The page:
El Totumo Mud Volcano, Colombia – Therapeutic Bath or Tourist Trap?
Remember Patrick’s Molten Muddy Buddies visit to the Sulfur Springs National Park in St. Lucia? The mud was so hot that the only therapeutic benefits he derived from the whole excursion were courtesy of a few strategic splashes from a cup. If they had visited the El Totumo Mud Volcano in Colombia, though, heat would not have been a problem.
El Totumo, known locally as El Volcán de Lodo El Totumo, is located just under an hour’s drive outside of Cartagena. At only 50 feet in height, it’s no Mt. Pelée. The tale of Totumo’s origin, though, is much taller.
The ‘Miracle’ That Made El Totumo
According to legend, the meager mound was once a real volcano. You know, the active kind that spews lava and ash, effectively threatening the lives of everyone living nearby. Salvation came in the form of a priest who cast holy water into the Hellish inferno. The effect converted the firey molten lava into the mud that’s made Totumo famous for years.
Alleged Health Benefits
Local tour companies ferry loads of visitors out to Totumo everyday. The volcano itself isn’t much of a sightseeing attraction, though. Instead, people flock here for the supposed health benefits of bathing in the mud. A sign at the base of the volcano notes its nutrient-rich components: iron, calcium, magnesium, sulfur, aluminum, and more.
Unlike the mud at the Sulfur Springs in St. Lucia, though, the grey mucky stuff inside El Totumo Mud Volcano isn’t hot. Visitors really and truly actually bathe in the mud… Past their eyeballs… INSIDE THE VOLCANO!
Is El Totumo Mud Volcano a Tourist Trap..?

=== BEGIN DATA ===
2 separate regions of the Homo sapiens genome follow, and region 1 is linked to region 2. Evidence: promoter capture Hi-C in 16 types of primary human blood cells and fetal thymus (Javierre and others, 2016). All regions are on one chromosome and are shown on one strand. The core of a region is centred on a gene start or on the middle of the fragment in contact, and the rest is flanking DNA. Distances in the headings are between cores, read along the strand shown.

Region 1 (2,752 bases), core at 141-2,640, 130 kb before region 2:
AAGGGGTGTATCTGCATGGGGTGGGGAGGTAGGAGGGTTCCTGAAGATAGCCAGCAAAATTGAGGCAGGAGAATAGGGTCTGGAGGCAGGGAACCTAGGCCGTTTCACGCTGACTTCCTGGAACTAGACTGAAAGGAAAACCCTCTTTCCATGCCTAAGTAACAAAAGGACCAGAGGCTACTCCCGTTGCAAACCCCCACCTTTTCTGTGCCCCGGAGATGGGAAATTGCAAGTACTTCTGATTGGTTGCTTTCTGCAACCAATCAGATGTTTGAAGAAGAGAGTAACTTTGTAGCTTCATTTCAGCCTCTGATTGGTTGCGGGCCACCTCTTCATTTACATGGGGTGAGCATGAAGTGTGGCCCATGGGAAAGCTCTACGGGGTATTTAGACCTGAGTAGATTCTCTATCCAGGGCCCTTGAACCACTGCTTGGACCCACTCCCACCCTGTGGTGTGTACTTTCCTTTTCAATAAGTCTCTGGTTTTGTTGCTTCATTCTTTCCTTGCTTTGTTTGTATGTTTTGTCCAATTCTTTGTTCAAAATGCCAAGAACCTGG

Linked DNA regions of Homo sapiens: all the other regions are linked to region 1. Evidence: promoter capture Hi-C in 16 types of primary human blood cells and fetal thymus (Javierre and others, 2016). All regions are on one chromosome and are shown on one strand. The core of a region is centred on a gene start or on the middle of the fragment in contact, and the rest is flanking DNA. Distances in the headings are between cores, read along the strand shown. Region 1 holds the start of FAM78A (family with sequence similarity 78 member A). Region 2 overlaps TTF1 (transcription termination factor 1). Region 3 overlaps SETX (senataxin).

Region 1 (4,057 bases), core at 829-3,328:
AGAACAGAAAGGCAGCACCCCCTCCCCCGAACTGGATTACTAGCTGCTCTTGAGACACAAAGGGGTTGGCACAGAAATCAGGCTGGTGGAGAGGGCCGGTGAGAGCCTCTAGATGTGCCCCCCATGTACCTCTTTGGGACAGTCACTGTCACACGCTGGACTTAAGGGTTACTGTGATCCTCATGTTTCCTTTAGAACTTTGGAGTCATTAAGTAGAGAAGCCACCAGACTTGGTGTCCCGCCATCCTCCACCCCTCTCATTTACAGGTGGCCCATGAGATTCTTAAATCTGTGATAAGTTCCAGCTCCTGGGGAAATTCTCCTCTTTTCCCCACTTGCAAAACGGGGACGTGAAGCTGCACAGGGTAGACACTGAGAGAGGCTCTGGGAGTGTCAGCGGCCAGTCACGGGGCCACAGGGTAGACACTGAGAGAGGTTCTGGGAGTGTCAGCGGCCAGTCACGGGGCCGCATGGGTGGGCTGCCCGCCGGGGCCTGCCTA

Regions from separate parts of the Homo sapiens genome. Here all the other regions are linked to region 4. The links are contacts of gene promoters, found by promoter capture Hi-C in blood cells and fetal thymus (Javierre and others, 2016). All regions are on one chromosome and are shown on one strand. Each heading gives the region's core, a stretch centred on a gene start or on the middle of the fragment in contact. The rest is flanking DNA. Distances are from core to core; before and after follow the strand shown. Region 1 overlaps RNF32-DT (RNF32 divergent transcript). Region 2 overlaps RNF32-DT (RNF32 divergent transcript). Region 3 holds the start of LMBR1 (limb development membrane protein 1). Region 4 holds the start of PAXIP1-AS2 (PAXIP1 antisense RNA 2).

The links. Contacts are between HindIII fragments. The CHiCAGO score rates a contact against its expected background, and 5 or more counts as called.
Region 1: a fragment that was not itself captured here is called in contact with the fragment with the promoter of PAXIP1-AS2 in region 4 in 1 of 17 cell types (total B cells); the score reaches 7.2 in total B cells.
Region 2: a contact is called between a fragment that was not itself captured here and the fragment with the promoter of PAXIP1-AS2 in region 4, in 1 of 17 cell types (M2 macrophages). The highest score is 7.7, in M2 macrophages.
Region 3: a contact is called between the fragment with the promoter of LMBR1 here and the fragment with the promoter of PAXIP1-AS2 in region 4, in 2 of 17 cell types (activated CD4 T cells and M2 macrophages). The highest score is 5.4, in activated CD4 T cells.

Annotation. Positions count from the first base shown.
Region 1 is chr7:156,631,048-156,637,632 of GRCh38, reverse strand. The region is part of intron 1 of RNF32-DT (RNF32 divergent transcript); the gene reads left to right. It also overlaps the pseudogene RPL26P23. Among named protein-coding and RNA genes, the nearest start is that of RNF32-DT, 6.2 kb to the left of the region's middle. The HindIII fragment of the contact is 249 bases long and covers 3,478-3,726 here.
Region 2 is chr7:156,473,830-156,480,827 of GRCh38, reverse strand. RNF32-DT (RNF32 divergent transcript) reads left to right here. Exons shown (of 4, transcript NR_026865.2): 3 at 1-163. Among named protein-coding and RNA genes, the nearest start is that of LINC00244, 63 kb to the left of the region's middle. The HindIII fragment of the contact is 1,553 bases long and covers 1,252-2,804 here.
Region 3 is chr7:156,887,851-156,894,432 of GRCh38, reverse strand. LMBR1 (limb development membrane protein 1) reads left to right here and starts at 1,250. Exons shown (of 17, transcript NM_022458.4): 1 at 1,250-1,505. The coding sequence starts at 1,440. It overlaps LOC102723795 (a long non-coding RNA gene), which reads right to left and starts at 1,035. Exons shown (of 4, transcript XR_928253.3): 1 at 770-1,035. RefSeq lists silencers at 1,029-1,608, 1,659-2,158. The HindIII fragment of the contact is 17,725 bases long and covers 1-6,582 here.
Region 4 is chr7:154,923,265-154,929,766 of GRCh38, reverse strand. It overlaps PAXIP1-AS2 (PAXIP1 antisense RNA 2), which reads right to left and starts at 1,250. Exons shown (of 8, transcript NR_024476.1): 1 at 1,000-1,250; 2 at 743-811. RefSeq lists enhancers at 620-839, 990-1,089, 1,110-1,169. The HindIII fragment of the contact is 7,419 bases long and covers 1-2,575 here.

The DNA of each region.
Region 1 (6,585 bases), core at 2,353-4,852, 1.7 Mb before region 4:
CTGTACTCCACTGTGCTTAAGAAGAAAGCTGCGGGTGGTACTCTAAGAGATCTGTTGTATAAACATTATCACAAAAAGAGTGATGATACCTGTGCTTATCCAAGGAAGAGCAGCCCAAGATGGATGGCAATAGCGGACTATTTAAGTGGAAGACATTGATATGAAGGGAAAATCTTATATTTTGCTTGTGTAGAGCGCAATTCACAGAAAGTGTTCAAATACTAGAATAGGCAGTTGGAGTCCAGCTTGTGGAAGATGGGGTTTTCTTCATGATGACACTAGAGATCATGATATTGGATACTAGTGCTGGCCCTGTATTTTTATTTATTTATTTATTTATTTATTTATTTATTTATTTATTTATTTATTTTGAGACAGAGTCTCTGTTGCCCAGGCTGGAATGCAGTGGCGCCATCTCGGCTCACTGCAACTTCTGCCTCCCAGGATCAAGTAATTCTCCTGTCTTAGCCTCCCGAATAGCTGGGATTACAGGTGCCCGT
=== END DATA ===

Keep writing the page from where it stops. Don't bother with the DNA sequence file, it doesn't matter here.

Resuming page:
It’s easy to see why El Totumo has been near the top of my travel wish list for years, right? (Somehow, I still haven’t managed a visit.) As perfectly suited to our uncommon style of travel as it appears, though, El Totumo also bears some serious signs of tourist trap Hell. I mean…
It Looks Crowded
No doubt, there’s a sweet spot time of day to visit Totumo. I’m guessing it’s very early in the morning. Otherwise, you run the risk of waiting an inordinately long time on the famously rickety ladder up to the crater. Oh, and considering the mud volcano is only 10 degrees from the equator, you can expect your wait to be a very, very warm one. (Tip: DEFINITELY bring tons of water for this adventure.) Also, the bathing area inside the crater is only 15 feet in diameter, according to this CNN Travel report, so if you’re at all claustrophobic, this experience is probably not for you.
Per-person excursion prices listed on TripAdvisor range from US$30 on a tour bus to US$190 for a private experience. You should also walk with some cash to tip the various persons on-site to help you get dirty, wash off, take photos, etc.
Is It Safe?
Rickety ladders are one thing. Rickety ladders covered in slippery mud, though, are a real hazard. That’s just what you’ll have to manage to get down from the summit. The way down is also just as steep as the climb, adding an extra degree of difficulty. No doubt, you’ll want to wear some sneakers you don’t mind trashing.
What’s With The Masseurs?
As shown in the video, a collection of local guides are on-hand inside the Totumo bathing area to help visitors clamber in and out of the crater. These helpful guys also, apparently, help themselves to giving any and all who enter a massage. Seems a little sketchy to me, though I suppose you can always say “no thanks,” right? Still, I’d be a little wary of wayward hands beneath the mud surface.
What’s Lurking In The Mud?
Seriously, there could be anything living (or dead) in there, right?! This super insightful first-hand account of a visit to Totumo by Somto Seeks even debunks the therapeutic properties of the mud. She even says that the volcano is man-made!
So yeah, El Totumo is far from perfect. Even so, I remain fascinated by it, and am anxious to visit and judge for myself. Where else can you bathe inside a volcano, right?
If you’ve visited El Totumo and have some tips on how best it can be enjoyed, please let us know by leaving a comment below.
*Lead photo credit: Flickr user raunov.